Oshawa’s Black History: One Family’s Story, Part III

By Lisa Terech, Youth Engagement / Programs

Welcome back to the third chapter in the story of Oshawa’s Dunbar family.  Last week, I talked about George and Mary Dunbar and their children.  Their eldest daughter, Margaret, was their only child to live to old age.  Today, I would like to share Margaret’s story, as written by her grandson, RB Pankhurst in 1991.  He was researching his origins in Oshawa, and summarized his findings in a narrative which he shared with the Oshawa Community Archives.

 

“George Dunbar, barrel maker, moved from Lower Canada to work at the flour mill located just south of Oshawa and met and married Mary A. Andrews.  The union was to produce 5 children… the oldest being Margaret Serene, born in 1856.  Only Maggie will live to old age…

In 1881, young Henry Pankhurst worked for Tom Conant as a farm laborer, just four doors down the street from Margaret Dunbar’s house.  The proximity offered the opportunity for the two to meet, become acquainted, fall in love and marry.  The marriage met with the deep disapproval of the Pankhurst parents which would result in a permanent rift between son and parents and the animosity of the bride which would last throughout her life.  that branch of the family would not have communication with the remainder for a least two generations…  

'Family Homestead' on Cedar Street, in Oshawa.  This house is still standing today.

‘Family Homestead’ on Cedar Street, in Oshawa. This house is still standing today.

[Henry and Margaret had three children].  The first born, Albert George Dunbar Pankhurst, left the homestead in Cedar Dale heading west.  When World War I erupted he joined the 28th Canadian Infantry Battalion in Winnipeg, was decorated for bravery in action, was captured, escaped and was finally demobilized.  He returned to Cedar Dale, met and married Martha Wiggins in 1920.  His siblings remained unwed and lived to their late 80s in the homestead in which they were born.  Ward Pankhurst was sought after by the local townspeople for his sage advice on all things.  Greta Pankhurst was as genteel, quietly effective lady who supplemented his worldly knowledge with her understanding of the local events and her reliable memory of events.”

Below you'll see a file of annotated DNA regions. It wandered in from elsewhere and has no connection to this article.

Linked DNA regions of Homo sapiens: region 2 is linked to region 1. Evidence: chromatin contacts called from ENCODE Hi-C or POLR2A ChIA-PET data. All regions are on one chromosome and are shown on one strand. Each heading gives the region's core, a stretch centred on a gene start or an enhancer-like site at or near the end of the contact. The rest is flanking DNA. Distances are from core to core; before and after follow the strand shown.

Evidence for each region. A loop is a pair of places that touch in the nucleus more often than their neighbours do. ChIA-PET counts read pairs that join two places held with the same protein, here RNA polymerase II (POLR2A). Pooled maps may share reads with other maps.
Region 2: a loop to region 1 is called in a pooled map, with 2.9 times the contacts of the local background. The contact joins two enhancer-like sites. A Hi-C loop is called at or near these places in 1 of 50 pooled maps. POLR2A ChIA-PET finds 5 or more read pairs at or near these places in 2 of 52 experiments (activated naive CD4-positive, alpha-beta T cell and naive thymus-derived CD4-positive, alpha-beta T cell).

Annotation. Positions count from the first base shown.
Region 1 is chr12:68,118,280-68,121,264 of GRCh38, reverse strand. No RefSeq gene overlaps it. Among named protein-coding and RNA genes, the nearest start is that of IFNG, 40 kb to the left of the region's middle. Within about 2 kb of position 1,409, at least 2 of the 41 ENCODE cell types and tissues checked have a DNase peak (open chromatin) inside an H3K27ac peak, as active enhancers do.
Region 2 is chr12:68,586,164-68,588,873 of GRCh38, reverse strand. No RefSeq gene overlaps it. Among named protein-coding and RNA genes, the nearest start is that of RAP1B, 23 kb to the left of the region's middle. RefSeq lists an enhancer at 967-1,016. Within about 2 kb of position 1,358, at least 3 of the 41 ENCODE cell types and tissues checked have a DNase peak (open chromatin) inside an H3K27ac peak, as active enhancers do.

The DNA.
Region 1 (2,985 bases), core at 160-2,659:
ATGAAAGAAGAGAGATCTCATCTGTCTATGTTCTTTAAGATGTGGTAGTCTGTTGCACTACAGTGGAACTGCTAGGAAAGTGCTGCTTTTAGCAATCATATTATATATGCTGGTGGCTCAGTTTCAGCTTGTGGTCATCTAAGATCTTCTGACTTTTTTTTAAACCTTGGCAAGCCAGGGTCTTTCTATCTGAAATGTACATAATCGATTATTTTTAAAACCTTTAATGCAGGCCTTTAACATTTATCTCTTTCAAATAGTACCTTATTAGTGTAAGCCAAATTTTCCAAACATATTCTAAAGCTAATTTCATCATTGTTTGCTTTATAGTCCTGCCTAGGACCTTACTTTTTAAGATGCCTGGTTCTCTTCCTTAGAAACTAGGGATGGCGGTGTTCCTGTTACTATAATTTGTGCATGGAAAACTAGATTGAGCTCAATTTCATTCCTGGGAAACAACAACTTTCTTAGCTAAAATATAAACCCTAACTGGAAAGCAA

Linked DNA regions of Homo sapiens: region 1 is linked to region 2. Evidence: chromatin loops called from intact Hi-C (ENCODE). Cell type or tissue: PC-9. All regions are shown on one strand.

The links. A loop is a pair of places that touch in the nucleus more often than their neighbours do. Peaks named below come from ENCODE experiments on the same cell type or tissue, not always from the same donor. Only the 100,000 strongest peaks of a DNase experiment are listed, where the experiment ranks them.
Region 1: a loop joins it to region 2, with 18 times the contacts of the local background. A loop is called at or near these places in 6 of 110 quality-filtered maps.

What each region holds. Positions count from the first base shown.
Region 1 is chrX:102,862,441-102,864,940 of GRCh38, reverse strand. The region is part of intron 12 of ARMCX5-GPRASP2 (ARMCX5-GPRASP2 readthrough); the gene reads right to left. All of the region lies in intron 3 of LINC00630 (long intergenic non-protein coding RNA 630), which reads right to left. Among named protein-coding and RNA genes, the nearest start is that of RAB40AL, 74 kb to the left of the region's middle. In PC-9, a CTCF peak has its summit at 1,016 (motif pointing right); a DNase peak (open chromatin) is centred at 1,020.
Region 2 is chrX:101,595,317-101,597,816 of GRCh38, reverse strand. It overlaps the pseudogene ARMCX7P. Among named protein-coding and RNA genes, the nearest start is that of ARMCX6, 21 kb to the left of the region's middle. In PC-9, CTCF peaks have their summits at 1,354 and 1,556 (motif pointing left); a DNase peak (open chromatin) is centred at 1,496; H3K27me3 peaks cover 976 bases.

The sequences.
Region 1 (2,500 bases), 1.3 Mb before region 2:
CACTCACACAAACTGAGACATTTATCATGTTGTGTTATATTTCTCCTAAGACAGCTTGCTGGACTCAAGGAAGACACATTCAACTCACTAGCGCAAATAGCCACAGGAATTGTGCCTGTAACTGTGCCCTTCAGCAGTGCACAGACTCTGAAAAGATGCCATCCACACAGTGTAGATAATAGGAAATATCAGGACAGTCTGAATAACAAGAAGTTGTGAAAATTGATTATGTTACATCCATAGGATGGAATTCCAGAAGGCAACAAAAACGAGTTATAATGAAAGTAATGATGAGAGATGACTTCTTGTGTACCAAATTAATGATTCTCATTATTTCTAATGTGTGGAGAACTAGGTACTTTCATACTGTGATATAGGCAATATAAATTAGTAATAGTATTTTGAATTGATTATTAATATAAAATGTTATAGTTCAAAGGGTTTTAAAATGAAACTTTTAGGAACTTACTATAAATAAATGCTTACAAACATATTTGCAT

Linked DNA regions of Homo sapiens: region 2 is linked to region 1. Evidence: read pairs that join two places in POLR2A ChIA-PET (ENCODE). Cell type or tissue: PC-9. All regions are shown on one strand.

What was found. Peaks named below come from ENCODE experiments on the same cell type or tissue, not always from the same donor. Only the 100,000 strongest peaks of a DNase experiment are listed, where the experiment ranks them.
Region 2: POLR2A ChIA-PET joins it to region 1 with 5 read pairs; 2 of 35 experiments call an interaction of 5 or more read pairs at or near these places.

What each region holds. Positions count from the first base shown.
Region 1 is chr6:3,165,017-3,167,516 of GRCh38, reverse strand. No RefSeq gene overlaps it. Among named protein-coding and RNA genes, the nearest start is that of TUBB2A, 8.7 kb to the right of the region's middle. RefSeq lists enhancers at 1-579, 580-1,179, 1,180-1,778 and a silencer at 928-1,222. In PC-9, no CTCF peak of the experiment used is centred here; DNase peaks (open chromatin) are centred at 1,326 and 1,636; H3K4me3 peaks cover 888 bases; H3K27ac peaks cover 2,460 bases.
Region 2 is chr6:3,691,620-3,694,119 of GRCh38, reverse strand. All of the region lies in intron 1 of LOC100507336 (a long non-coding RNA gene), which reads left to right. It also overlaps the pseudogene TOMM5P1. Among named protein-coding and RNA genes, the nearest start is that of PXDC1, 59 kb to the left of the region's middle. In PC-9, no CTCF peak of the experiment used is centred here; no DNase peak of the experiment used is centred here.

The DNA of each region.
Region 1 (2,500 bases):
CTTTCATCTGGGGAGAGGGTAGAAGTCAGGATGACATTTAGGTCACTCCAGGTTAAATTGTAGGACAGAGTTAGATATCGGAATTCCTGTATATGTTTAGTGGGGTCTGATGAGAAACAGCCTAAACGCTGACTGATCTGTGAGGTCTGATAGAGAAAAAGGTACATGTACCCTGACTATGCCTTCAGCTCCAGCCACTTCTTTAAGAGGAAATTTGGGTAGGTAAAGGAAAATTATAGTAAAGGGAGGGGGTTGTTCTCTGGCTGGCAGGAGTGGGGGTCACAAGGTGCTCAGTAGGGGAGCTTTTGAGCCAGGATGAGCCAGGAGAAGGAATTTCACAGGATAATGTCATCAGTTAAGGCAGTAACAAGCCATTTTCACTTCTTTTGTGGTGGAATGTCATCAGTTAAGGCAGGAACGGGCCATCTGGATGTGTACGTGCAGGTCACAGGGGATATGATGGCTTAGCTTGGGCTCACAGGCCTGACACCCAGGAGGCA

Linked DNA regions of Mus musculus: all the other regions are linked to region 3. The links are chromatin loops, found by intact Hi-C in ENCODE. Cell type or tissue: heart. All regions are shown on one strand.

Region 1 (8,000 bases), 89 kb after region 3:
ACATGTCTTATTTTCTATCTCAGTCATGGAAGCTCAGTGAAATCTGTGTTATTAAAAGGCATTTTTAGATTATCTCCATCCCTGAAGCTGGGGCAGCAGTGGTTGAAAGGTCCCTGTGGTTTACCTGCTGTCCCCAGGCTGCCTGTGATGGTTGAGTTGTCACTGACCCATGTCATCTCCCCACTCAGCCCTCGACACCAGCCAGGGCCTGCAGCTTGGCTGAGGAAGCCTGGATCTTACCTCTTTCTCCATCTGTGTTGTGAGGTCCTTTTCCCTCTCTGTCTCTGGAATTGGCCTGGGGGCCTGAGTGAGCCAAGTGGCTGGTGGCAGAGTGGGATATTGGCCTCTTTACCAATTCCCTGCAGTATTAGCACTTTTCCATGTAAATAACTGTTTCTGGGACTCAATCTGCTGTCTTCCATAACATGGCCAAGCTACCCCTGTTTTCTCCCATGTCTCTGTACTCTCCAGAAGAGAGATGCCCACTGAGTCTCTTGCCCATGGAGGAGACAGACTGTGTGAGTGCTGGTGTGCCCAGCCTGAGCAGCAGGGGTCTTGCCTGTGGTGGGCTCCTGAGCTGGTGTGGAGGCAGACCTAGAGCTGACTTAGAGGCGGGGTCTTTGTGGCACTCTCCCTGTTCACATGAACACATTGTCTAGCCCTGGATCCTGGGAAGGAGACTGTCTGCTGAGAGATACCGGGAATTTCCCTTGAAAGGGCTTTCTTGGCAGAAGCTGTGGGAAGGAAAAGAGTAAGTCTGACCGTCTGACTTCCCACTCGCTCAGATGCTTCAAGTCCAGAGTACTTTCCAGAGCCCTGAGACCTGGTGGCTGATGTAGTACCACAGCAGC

l-r: Albert GD Pankhurst (1885 – 1977), Ward D Pankhurst (1888 – 1978), and Greta Pankhurst (1895 – 1983)

l-r: Albert GD Pankhurst (1885 – 1977), Ward D Pankhurst (1888 – 1978), and Greta Pankhurst (1895 – 1983)

As earlier stated, the story of the Andrews/Dunbar/Pankhurst family is one that is important to us, and we are always interested in learning more about this family.  We’ve made research connections in Quebec and in the US for this family, and we are always adding to what we know.  If you have any questions or have information to add about this family, please leave a comment, or email membership@oshawamuseum.org.  We also have an outreach presentation about this family, and we are always happy to tell their story, simply contact the Oshawa Community Museum.

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3 thoughts on “Oshawa’s Black History: One Family’s Story, Part III

  1. I am Susan Pankhurst Wheadon, the grand daughter of Albert George Pankhurst and great niece of Ward and Greta Pankhurst. My Dad Robert Pankhurst helped with the research. I never met my grandfather but I did have some wondeful visits with Aunt Greta and Uncle Ward at their home on Cedar Street when I was a child.

    • Firstly, Susan, many thanks to your father for assisting with this research. Our knowledge about your family wouldn’t be as in depth as it is if it weren’t for his efforts. Many, many thanks. And thank you for sharing your memories above!

      Secondly, our archivist, Jennifer Weymark, would like to be in contact with you. Could you please send her an email at archivist[at]oshawamuseum[dot]org.

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